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From Fly Creek

November 10, 2011

From Fly Creek: Keep this to yourself . . .

First, a public-service announcement: The Clark Center’s Senior Indoor Walking Program has started and will continue through till spring. Anyone older than 55 is eligible to join the group that circles the track above the basketball courts in the  sports center. The informalprogram begins at 10 a.m. Monday, Wednesday and Friday. No special attire, though wear soft soles for traction on the carpeting.

Come join us! We don’t compete, but just have a lot of fun.

Now, as to the following information: I’m comfortable sharing it with you; after all, we’ve been visiting through this column for 18 years. But I’d really rather you didn’t spread it around. People who don’t know me as well as you  do might misunderstand. I’lladmit that it does sound a bit strange: I’ve been eavesdropping on UFOs. Hearing alien chatter.

I said it would sound strange. (“Oh, dear!” you’re thinking. “Have they changed the poor man’s medications? Did he whack his head on the mail box or the newel post?”) Thanks for your concern, but nothing like that has happened. Circumstances are less dramatic and just involve my earmuffs.

I mean my ear mufflers, the sound mufflers I sometimes wear when I nap. They’re meant to dampen sound when one’s ripping big boards or chain sawing logs. I can’t do either any more and now keep the mufflers in my study.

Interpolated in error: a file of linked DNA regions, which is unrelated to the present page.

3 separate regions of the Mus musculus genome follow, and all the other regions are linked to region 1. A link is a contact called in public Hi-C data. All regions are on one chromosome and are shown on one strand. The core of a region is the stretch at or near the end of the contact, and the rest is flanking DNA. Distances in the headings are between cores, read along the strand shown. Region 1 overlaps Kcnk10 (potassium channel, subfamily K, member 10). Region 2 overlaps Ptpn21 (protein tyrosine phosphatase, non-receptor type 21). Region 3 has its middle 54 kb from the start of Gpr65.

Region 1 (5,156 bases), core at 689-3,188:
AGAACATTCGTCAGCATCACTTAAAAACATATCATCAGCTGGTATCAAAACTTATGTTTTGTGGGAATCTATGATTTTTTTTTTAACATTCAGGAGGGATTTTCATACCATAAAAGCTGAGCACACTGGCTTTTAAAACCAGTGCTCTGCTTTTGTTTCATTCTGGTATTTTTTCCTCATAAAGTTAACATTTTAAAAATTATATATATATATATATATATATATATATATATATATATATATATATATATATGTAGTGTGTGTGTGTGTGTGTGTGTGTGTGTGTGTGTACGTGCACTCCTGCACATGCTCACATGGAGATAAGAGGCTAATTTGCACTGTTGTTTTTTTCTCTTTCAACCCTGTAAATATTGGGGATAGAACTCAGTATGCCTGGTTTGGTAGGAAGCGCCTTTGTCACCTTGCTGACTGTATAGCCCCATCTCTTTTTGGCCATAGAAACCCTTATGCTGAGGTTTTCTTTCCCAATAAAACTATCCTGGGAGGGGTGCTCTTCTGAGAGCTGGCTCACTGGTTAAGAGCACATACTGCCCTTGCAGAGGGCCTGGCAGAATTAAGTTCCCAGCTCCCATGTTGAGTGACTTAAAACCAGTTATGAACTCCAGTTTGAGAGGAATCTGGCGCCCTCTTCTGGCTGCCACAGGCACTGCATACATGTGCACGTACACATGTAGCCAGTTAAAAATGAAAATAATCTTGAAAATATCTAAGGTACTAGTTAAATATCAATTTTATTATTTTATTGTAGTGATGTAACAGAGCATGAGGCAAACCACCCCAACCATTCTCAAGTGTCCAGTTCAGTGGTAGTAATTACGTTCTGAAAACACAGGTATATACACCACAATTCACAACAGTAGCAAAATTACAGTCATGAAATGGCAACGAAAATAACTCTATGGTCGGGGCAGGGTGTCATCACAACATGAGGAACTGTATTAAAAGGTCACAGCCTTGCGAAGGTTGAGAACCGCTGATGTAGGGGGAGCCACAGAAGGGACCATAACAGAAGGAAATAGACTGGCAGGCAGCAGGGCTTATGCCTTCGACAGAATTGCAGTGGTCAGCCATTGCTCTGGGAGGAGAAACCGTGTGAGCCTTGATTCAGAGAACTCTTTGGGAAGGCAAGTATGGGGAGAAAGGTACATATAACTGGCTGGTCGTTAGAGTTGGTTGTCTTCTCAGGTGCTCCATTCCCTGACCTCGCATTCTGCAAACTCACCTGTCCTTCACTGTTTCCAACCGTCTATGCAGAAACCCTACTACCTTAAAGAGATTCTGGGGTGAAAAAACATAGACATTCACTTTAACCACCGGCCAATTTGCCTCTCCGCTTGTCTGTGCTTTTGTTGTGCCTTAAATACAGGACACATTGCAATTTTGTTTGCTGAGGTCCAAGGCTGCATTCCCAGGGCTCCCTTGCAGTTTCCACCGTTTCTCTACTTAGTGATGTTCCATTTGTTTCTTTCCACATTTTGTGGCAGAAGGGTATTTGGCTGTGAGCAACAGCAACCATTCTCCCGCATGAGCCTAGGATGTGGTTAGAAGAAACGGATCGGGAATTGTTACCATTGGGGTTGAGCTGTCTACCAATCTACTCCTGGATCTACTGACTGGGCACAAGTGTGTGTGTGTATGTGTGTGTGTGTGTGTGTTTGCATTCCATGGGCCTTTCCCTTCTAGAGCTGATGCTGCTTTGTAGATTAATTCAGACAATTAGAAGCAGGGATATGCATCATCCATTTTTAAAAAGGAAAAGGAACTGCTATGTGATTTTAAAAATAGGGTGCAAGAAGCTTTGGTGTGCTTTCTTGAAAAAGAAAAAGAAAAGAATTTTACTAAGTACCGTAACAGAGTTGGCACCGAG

In summer, when lawn mowers roar or in winter when the snowplows (bless them and their crews!) have to bang and scrape their blades, the mufflers make for a quiet afternoon nap. I lay me down on my couch, clap the mufflers on my ears, and sink into blessed quiet. Until lately.

Inside the muffs, I’m been picking up faint, highpitched sound. “Drat!” I first thought. “I’m getting tinnitus!”

My friend George has borne with that all his adult life: a constant sound like a dial tone, always precisely at D above high C. George himself has perfect pitch, and that relentless tone is a curse. He loves classical music; and if he’s listening to, say, a cello etude in B flat, that high D, just a grating half step below the tonic, drills right through etude’s beauty and largely wrecks it. Poor George.

Mine’s not a steady tone, though. The sound rises and falls, the way voices do. And I’ve learned to recognize when phrases and sentences end, when increasing  volume suggests argument,and even when odd rises and drops suggest questions and answers. But, you say, what good’s that, if you can’t understand the words? I can. Well, not exactly.

But I’ve realized that, as I’ve strained my brain (lying there, covers tucked under my beard), I’ve begun to draw meanings from the chatter. First it was brief snatches, but now I’m following conversations.

Friends, it’s grim stuff they’re talking about. It seems these “Whoevers” have been circling Earth for millennia, studying our particular species and sending reports to “Big Boy,” as they say.